back to article Glassholes beware: This guy's got your number

An artist/engineer working in Germany is sure to have sparked the next Google Glass debate: is it okay to simply block them from a network you control? There's plenty of stories about “Glassholes” taking the devices where they're not wanted or aren't legal (for example, driving), with outcomes ranging from being charged to …

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Paris Hilton

My network...

...my rules.

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Anonymous Coward

Re: My network...

This is a perceived problem at the moment, as a percentage there are very few Glass owners out there. It might be more problematic if 20 million people were walking round with them.

Anyway why put the effort disconnect them from your network when it would be more fun to beat them up.

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Re: My network... connection to it is...

A privilege, not a right

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Anonymous Coward

Re: My network...

@OP - Would you also say my network my responsibility if anybody downloads illegal material over it?

You are just pandering to the popular vote and fashion for the dislike of google glass, you either poilice your network completely or don't. If you block one thing and not another then it can be interpreted as you condoning the latter.

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Re: My network...

@AC - He said rules not responsibility.

"If you block one thing and not another then it can be interpreted as you condoning the latter."

Only by someone ill-informed enough to believe it's possible to actually block everything you don't like.

It's up to admins what they allow on their network, and you can police certain things without being compelled to police everything, it's really not an all or nothing situation.

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Anonymous Coward

Re: My network...

>Only by someone ill-informed enough to believe it's possible to actually block everything you don't like.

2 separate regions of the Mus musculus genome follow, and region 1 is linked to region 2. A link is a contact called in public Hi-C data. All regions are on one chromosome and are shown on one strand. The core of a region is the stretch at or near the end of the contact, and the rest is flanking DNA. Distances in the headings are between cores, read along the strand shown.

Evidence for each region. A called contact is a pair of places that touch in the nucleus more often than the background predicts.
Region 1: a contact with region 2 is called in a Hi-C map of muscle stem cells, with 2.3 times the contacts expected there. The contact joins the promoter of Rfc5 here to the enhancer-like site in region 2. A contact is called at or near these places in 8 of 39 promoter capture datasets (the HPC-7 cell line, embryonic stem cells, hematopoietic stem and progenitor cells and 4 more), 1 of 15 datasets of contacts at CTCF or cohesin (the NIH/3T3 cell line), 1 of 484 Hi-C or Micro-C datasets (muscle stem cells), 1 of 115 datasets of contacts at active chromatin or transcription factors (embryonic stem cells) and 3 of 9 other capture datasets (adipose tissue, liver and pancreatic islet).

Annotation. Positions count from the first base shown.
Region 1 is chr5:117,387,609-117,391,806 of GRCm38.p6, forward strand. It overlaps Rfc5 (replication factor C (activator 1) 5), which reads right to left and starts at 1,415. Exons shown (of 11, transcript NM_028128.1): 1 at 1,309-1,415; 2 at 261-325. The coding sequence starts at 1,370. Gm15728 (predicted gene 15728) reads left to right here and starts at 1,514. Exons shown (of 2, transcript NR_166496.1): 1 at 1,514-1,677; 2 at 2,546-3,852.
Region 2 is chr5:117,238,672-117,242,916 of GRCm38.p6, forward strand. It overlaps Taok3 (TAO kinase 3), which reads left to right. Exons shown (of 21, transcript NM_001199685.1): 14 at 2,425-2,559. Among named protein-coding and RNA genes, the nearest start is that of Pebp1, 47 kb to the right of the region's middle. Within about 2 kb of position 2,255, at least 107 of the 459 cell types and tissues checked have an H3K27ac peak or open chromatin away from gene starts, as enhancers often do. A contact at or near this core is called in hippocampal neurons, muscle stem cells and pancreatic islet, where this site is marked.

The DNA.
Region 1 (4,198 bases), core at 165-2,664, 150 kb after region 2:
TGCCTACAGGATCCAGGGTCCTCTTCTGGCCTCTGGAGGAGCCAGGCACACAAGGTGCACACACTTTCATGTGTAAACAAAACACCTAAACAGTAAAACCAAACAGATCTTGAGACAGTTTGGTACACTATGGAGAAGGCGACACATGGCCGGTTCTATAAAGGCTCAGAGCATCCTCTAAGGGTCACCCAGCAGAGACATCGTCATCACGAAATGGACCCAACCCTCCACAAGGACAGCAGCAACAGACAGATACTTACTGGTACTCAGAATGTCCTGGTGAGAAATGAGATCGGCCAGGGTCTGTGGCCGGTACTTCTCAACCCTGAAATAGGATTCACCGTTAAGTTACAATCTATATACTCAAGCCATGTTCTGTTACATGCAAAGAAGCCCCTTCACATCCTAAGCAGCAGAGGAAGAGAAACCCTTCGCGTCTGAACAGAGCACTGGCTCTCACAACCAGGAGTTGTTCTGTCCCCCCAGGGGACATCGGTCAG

Ooo bitchy, that hurt, handbags at dawn.

>It's up to admins what they allow on their network

You said it yourself, by not blocking something, you are allowing it.

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Re: My network...

Well, I have to disagree, on the basis that your position is morally untenable to me.

I was taught to believe that that all power (such as the ability to impose rules on your own network) has an associated responsibility. It's one of my earliest moral lessons and still holds true.

The disassociation of responsibility from power is the cause of many of society's problems, and your statement is a perfect embodiment of a culture of entitlement, based on power and rights without any responsibility.

Sure, it's your network, so you can impose whatever rules you wish, but it is then your fault if you do not explicitly block something illegal when you could, because you have demonstrated that you have the power to do so.

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Re: My network...

@photobod - As the OP is blocking devices, wouldn't that mean that he is responsible for blocking other devices once he finds out they are performing illegal actions rather than blocking content that you and the poster above were implying.

I say this as by blocking a device you're not implying that you can stop devices from downloading illegal content as you've done nothing with the content.

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Re: My network...

> Ooo bitchy, that hurt, handbags at dawn.

Wasn't actually meant that way.....

> You said it yourself, by not blocking something, you are allowing it.

True, but you used the word 'condoning'. Allowing something through inaction is not the same as condoning it.

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Anonymous Coward

Re: My network...

"You said it yourself, by not blocking something, you are allowing it."

I was going to make a long drawn out argument, against this with examples, but instead I've just deleted what I typed because...Total and utter bullshit...has more weight in this situation!

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Re: My network...

To paraphase the BOFH: "Show me an Ethernet collision and I'll show you a network that could do with one user fewer"

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Anonymous Coward

Re: My network...

>was going to make a long drawn out argument, against this with examples

Aren't you the clever one. Go on admit, you couldn't come up with anything so decided to be ever so slightly on the edge and use a naughty word. I bet you can tick off all of these http://tinyurl.com/mudx9hn

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Anonymous Coward

Re: My network...

>Wasn't actually meant that way.....

OK, I'll take the horse shoe out of my handbag.

>Allowing something through inaction is not the same as condoning it.

True, but I did say "can be interpreted as" not "is" and in this case action would have been taken so inaction can't be claimed. Imagine PC Plod comes alongs and nabs your equipment, he gets back to you.